Cooking Love takes credit card payments! Big deal for long-term travellers like us
Credit card payment might be a minor thing for but I loved that Cooking Love accepted credit card, which we prefer using to cash. That’s another selling point on why we kept going back to Cooking Love. They charge a small transaction fee, but you get fees anyways when you exchange money or withdraw from the ATM.
Thanks to Cooking Love for allowing us to pay with credit, that meant one less manual transaction to include in our spreadsheet we used to stay in the budget during our year of travelling.
The story behind Cooking Love
The best part of this restaurant is Lin, the incredibly smart and friendly owner.
Lin is very engaged in the business and is at the restaurant on a daily basis. She makes sure to walk around and talk to the customers, making each one feel welcomed and special.
When you hear her story of Cooking Love, you will understand why she is so proud of her restaurant. She opened Cooking Love with just 13,000 baht ($430 USD) and relied on loan sharks for the rest of the funding. She shared the craziest stories of her struggles in the early years of Cooking Love. Hearing her stories made me so proud of her accomplishments and so happy for the restaurant’s success. Life was never easy for her, but she persevered, trusted her intuition and followed her dream to open this restaurant.
After three years of perseverance, Lin was able to expand the business to twice its size and secure a second location at the BB Mantra Hotel.
When I listened to her speak, I felt as if she was talking to my heart. It’s hard to explain the connection, but hearing her struggles brought back so many memories. I heard my family members’ voice when she spoke about growing up poor and how she had to sacrifice her education to care for her family. And yet, here she is, growing one of the best restaurants in Chiang Mai. The ultimate story of success.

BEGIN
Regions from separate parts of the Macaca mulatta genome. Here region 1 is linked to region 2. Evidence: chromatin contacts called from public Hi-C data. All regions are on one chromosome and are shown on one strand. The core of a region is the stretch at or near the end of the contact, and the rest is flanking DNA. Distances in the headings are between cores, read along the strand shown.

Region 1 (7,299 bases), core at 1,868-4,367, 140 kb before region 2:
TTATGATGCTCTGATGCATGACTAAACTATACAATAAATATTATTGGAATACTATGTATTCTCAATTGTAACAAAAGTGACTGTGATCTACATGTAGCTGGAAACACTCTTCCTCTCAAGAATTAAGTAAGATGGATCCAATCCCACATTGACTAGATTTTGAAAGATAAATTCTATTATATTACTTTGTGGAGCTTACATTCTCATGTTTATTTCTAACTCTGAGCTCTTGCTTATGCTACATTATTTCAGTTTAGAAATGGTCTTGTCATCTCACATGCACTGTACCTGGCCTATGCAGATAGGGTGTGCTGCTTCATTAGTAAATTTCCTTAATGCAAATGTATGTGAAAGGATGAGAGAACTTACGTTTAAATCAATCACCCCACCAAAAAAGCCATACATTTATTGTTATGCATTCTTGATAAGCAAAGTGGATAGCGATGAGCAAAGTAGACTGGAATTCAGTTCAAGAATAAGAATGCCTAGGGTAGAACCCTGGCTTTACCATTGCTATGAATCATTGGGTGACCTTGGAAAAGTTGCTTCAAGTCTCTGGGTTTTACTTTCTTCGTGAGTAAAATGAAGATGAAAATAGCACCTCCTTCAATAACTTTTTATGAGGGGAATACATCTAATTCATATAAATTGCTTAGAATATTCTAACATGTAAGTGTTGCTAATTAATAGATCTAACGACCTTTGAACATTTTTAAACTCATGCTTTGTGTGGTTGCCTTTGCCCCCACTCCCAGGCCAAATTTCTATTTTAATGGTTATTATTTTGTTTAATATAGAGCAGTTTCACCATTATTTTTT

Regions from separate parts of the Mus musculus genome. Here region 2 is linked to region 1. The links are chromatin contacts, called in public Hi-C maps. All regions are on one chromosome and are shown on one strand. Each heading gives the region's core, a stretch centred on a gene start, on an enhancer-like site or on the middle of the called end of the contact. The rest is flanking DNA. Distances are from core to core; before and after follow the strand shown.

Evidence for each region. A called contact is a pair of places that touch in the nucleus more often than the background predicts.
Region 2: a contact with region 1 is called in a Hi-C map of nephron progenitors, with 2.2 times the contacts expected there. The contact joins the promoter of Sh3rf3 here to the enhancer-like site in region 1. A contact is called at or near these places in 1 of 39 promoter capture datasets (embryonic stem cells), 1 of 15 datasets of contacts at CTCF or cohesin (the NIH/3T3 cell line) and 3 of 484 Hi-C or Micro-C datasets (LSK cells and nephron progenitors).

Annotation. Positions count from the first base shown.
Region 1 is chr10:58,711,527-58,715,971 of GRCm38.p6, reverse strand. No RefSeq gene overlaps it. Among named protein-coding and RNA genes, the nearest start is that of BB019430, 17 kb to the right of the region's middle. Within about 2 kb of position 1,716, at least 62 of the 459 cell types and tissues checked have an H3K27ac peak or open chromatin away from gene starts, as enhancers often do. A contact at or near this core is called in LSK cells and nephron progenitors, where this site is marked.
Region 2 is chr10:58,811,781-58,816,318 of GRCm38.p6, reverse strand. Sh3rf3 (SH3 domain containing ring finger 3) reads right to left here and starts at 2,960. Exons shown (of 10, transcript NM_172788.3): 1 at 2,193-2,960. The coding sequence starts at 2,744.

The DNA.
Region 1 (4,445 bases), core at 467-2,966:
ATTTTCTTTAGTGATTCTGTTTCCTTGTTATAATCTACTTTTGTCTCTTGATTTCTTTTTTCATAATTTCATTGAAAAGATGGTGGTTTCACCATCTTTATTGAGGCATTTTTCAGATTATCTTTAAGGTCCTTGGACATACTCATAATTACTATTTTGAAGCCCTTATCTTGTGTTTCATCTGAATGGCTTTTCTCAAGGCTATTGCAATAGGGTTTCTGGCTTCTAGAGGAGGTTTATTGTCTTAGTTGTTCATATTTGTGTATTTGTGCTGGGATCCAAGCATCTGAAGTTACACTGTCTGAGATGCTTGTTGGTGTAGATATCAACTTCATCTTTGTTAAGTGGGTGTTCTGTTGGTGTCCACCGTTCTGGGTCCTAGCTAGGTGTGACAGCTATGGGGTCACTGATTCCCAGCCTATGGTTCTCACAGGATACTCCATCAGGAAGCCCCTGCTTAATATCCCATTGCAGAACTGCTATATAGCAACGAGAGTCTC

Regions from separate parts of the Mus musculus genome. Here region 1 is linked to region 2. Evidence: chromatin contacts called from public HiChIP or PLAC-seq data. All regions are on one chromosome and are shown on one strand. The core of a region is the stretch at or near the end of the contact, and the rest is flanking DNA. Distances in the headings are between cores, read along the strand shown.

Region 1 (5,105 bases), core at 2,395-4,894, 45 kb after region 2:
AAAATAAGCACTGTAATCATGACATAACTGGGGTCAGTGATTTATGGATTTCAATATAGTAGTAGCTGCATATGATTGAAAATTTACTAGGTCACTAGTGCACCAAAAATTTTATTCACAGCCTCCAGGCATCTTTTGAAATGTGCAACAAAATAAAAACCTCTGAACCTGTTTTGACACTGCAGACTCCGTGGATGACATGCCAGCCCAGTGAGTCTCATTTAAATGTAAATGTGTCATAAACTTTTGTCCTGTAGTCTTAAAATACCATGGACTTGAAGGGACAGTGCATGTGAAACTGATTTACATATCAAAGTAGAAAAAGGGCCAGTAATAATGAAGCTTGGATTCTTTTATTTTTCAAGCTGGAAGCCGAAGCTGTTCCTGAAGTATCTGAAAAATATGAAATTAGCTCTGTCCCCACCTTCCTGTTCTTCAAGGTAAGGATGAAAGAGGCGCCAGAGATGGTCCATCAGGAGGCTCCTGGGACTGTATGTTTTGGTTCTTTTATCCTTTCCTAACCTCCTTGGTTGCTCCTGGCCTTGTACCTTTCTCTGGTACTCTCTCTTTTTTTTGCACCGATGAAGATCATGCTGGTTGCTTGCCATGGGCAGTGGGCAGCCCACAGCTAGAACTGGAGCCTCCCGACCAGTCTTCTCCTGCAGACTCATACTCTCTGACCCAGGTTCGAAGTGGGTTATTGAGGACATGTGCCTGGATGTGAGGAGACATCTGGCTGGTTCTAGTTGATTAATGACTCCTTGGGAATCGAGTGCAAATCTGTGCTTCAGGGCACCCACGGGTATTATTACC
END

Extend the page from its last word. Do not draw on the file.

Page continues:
I recommend anyone who comes to Chiang Mai to stop by this restaurant and spend time with Lin. You will learn so much about the human soul and the strength of willpower. When Lin speaks, she speaks with passion; she speaks from the heart.
Tips for when you go to Cooking Love
- If you go to the original Cooking Love, you’ll have to remove your shoes. I know it might feel weird at first but it’s customary in Thailand to remove your shoes before entering a home (it’s the same in most Asian households). If you don’t want to remove your shoes, try the Cooking Love at the BB Mantra Hotel. The food is from the original Cooking Love but the drinks are from the hotel.
- The original Cooking Love has an open concept and it can get incredibly hot because Chiang Mai is very hot. Ask for the air conditioner or the fan if you need to have it on; there’s more than enough for all the customers.
- The later you come, the busier it will get (i.e., expect an hour-long wait). We strategized and would always come around 2 pm to avoid the lunch and evening rush.
- Prices are reasonable, considering the quality and the gigantic portions. You also get free dessert and tea with your meals too.
- The staff member’s English is excellent – they will take care of your dietary restrictions
You can find more posts about my Thailand travels in this link.
PIN FOR LATER
This post was first published in April 2018 and last updated on December 2019